One quarter of SME founders say it has affected their mental health

8% of SME founders have sought medical advice to help them deal with pressure

One quarter of British entrepreneurs say that growing their business has affected their mental health, and 8 per cent have sought medical advice.

According to a new study by investment advisory service Intelligent Partnership, 45 per cent of SME founders feel under extreme pressure to deliver.

Often boasting 20 per cent year-on-year growth and turnover increases – and hailed as British success stories — the survey reveals the terrible mental toll running an SME has on founders.

More than half of the 211 entrepreneurs surveyed say that building their business has been one of the toughest times in their lives.

Intelligent Partnership has launched a “Don’t Lose It” initiative to coincide with World Mental Health Day on October 10 to help investors understand the pressure small business founders are under, often the businesses they are investing in, and together create a framework of best practice.

Michelle Morgan, founder of pyjama brand Pjoys, said: “I physically and mentally burnt out quite violently. It was easier to talk about periods and the loss of my fertility with my team and investors than my mental health.”

Another anonymous SME founder said he felt “mentally exhausted. Crying on kitchen steps. Saying to my wife, ‘if I die please tell the children how hard I worked’”.

One respondent added: “No one around me seemed bothered that I was silently struggling with my world, yet I knew if I ‘went down’ they would all be brought down with me.”

Nearly two third of SME owners (65 per cent) said that simply knowing that others were going through the same experience, and being able to talk to them, would have been most helpful during those darkest times.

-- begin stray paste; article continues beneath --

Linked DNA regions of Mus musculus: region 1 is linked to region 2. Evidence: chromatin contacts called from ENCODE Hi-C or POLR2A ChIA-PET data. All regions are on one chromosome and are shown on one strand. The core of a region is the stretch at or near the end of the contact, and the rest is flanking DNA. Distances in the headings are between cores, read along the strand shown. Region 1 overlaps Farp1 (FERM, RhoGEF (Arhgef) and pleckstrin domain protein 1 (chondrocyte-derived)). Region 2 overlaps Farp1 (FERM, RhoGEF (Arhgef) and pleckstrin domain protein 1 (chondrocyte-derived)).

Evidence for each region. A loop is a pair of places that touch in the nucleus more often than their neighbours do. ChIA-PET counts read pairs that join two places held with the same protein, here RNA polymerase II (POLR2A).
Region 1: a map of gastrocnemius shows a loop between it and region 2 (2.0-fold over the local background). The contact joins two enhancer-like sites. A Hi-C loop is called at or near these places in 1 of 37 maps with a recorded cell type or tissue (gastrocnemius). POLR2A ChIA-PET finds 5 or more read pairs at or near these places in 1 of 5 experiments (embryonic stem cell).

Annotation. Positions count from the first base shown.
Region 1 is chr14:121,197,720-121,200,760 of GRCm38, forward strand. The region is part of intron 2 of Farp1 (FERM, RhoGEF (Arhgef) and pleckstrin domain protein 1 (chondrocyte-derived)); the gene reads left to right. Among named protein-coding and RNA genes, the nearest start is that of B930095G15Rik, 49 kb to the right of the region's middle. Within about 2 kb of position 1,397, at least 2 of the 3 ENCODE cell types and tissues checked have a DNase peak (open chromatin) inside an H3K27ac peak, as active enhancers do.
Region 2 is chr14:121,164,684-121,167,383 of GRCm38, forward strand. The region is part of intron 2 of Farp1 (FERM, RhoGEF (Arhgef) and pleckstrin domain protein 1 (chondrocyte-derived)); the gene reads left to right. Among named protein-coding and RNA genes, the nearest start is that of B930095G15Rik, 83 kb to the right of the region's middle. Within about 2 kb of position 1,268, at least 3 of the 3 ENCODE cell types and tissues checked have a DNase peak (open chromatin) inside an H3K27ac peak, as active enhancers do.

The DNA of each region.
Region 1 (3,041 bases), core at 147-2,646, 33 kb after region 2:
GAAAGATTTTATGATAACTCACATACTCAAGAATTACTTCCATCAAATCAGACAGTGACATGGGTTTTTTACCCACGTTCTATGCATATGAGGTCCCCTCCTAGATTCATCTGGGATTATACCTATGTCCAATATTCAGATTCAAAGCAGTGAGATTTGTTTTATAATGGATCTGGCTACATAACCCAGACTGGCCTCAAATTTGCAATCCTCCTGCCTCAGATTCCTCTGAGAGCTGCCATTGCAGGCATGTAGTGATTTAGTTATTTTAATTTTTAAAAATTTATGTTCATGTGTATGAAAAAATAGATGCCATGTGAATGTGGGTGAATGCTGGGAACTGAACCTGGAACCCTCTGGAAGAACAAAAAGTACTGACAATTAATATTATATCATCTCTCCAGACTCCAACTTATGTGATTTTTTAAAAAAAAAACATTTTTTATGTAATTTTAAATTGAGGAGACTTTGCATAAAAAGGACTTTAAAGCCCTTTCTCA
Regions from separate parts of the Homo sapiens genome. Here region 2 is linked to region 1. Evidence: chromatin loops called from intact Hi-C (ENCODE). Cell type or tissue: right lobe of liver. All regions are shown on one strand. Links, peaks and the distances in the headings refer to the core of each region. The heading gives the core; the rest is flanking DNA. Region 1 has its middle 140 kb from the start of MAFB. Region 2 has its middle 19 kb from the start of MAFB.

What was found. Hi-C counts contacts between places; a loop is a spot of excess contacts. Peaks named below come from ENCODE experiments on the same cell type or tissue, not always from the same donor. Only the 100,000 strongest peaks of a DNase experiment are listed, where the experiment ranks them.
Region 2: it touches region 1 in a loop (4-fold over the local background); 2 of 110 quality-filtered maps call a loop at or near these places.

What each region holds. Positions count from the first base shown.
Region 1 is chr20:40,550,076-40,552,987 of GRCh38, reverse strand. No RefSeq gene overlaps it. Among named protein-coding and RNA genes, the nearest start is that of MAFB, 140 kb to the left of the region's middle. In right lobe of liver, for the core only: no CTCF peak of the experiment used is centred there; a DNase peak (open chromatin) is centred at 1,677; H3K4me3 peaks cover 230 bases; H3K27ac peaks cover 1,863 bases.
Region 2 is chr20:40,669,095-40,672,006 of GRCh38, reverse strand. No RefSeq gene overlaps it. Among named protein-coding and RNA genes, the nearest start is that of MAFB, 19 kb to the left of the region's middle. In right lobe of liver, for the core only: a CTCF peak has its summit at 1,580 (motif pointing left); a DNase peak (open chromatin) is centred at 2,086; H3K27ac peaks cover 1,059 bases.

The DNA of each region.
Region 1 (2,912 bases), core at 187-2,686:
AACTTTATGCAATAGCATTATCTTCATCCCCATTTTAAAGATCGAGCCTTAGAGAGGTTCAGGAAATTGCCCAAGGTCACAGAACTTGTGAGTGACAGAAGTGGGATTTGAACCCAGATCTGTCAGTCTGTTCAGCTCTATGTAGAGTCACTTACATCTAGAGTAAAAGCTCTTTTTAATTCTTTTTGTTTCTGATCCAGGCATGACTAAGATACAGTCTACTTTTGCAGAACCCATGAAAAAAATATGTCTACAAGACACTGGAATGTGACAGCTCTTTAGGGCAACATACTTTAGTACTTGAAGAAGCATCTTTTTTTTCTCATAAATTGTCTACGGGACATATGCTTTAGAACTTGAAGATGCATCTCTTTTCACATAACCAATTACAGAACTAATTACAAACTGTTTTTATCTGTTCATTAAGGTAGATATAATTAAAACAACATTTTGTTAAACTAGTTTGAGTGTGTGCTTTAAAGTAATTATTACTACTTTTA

Don’t Lose It will hold a series of workshops over the coming months, bringing together investors and entrepreneurs to explore the topic from both sides and create a framework for “mindful investment”.

Over a quarter (25 per cent) of founders say they would like to see more support from the investment community.

Guy Tolhurst, managing director of Intelligent Partnership, said that with investor cash increasingly available to SMEs, the runway to investment is shorter than ever, resulting in less emotionally resilient founders.

Tolhurst said: “Today, there’s more money sloshing around than ever before, just waiting to be ploughed into the next big idea, often run by entrepreneurs with little experience of the pressures ahead of them. Investors hand over a wad of cash and urge the founder not to lose it, but they should be advising the same with mental health in mind.”

Intelligent Partnership has partnered with BGF, London Stock Exchange Group, Smith & Williamson and The Clubhouse to set up a website, where entrepreneurs can share their stories.